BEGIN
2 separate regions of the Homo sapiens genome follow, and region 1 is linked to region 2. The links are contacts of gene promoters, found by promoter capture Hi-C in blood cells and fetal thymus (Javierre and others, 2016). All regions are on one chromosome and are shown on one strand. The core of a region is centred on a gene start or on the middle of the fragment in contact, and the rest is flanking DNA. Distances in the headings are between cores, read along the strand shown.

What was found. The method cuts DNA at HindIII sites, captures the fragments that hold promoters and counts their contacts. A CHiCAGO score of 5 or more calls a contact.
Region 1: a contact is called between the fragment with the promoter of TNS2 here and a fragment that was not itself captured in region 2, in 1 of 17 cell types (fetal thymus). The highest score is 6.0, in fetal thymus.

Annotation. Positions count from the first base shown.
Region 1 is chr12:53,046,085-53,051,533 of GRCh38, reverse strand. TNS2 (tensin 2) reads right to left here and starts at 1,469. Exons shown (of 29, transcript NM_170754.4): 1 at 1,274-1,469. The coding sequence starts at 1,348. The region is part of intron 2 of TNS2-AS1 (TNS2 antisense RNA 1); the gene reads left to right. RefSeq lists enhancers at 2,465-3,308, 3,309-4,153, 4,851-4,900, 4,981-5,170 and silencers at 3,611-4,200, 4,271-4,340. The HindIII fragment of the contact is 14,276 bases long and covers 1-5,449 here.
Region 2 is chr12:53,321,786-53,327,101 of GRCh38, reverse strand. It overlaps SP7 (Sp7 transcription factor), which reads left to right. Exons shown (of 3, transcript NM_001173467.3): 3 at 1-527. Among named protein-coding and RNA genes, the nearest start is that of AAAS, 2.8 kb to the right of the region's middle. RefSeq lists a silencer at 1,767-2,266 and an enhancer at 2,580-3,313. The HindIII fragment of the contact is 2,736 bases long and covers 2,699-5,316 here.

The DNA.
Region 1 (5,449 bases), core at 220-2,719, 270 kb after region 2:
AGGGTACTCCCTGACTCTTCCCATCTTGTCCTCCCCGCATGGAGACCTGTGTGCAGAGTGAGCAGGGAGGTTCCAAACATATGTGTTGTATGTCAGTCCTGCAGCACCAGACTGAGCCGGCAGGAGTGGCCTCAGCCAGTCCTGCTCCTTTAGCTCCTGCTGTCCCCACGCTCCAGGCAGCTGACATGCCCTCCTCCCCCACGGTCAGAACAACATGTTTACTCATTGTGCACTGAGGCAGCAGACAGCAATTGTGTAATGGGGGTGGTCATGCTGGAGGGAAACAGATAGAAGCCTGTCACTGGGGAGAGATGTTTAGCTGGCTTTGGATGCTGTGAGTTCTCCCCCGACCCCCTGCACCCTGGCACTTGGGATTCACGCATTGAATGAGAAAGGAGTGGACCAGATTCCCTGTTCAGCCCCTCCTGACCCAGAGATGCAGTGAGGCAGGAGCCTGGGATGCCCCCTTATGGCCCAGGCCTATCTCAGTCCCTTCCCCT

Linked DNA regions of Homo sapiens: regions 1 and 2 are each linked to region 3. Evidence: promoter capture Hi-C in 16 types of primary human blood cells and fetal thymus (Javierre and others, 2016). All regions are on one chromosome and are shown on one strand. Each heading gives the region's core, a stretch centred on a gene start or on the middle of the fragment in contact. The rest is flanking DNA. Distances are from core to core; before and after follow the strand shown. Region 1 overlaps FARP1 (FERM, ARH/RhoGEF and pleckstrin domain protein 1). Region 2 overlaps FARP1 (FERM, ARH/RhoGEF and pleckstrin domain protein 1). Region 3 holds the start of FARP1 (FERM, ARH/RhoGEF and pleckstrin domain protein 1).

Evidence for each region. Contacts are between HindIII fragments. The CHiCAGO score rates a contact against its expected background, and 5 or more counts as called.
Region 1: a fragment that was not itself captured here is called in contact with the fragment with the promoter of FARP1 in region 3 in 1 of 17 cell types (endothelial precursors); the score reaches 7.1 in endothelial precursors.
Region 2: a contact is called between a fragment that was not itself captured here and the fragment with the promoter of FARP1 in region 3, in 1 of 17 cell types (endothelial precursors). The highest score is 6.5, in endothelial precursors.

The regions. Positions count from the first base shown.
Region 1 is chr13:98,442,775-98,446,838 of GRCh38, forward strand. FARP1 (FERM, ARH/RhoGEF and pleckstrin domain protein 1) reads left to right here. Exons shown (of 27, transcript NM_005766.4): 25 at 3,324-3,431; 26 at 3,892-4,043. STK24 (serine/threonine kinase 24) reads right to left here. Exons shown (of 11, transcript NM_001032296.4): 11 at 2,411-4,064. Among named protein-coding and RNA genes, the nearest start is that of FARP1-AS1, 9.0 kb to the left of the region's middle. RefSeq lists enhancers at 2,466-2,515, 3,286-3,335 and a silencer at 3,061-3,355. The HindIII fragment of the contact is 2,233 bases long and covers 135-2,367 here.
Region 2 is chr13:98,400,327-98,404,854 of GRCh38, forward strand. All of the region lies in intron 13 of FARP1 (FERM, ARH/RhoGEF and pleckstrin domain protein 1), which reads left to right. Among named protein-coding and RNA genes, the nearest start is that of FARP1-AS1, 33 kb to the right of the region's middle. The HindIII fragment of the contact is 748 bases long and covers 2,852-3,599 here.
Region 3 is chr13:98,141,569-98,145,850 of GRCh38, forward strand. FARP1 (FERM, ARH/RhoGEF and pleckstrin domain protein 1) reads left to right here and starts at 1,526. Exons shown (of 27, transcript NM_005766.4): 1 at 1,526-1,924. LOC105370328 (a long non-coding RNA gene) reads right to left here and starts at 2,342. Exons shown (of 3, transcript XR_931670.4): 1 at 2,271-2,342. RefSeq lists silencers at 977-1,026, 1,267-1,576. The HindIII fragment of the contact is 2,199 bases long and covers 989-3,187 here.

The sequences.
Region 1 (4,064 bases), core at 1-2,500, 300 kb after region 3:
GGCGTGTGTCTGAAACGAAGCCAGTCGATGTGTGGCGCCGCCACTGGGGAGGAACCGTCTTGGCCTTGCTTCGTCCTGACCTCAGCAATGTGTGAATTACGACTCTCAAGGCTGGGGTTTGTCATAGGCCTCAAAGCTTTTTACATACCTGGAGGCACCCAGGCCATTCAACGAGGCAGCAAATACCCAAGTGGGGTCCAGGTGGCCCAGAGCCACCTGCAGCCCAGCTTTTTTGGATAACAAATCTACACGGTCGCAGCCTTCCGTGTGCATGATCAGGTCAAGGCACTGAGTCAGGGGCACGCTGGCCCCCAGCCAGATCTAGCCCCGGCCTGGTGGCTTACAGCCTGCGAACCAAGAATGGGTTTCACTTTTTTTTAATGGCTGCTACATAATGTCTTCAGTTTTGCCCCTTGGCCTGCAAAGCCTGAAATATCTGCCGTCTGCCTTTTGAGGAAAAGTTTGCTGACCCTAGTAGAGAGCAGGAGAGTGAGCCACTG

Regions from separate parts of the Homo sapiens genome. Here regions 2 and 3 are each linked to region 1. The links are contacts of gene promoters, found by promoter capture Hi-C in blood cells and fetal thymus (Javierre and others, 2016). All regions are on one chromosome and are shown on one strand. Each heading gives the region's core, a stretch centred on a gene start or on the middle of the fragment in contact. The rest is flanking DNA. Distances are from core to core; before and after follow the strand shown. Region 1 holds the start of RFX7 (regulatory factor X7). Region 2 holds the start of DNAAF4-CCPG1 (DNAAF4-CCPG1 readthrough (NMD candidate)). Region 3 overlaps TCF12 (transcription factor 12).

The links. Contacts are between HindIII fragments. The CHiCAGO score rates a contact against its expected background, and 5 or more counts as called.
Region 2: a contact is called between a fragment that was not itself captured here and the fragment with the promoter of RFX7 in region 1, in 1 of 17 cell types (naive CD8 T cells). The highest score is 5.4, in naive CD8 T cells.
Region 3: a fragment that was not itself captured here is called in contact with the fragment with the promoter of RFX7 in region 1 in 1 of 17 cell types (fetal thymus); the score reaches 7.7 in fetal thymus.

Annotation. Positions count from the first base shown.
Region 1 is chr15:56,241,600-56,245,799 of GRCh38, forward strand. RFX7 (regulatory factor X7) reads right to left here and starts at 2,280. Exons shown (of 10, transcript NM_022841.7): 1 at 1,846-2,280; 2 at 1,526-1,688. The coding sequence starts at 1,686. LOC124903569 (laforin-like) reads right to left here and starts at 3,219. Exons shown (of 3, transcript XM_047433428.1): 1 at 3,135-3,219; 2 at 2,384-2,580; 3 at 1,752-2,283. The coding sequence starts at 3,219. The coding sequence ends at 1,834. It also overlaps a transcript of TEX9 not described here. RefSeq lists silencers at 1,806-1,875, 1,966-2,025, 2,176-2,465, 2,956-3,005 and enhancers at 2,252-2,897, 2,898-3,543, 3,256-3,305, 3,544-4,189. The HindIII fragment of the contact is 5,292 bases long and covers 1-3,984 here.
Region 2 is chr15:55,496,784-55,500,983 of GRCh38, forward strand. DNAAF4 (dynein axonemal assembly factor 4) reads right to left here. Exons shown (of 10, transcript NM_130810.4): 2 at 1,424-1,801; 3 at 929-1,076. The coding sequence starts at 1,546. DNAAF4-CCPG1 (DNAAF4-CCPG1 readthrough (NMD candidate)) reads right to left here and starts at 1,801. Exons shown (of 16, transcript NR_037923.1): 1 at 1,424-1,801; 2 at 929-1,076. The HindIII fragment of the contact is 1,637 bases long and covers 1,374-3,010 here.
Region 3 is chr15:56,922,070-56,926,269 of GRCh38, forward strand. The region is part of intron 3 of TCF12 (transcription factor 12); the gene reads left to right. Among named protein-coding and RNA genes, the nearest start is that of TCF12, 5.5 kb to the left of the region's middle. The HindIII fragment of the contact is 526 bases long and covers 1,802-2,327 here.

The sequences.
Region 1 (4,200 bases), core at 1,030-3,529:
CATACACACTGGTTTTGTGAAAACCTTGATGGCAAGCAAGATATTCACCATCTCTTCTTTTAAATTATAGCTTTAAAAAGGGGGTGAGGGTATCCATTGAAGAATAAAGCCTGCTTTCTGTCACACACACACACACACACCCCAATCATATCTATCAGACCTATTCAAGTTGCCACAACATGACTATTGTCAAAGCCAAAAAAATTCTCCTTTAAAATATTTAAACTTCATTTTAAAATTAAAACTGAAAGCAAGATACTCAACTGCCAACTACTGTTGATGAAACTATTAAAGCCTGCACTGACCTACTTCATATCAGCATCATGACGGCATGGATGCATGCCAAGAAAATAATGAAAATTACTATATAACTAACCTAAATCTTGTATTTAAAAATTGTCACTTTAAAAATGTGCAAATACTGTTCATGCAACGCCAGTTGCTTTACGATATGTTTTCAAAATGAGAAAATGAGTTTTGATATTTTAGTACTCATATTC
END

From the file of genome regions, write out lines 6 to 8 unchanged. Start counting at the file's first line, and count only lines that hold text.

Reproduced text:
Region 2 is chr12:53,321,786-53,327,101 of GRCh38, reverse strand. It overlaps SP7 (Sp7 transcription factor), which reads left to right. Exons shown (of 3, transcript NM_001173467.3): 3 at 1-527. Among named protein-coding and RNA genes, the nearest start is that of AAAS, 2.8 kb to the right of the region's middle. RefSeq lists a silencer at 1,767-2,266 and an enhancer at 2,580-3,313. The HindIII fragment of the contact is 2,736 bases long and covers 2,699-5,316 here.

The DNA.
Region 1 (5,449 bases), core at 220-2,719, 270 kb after region 2: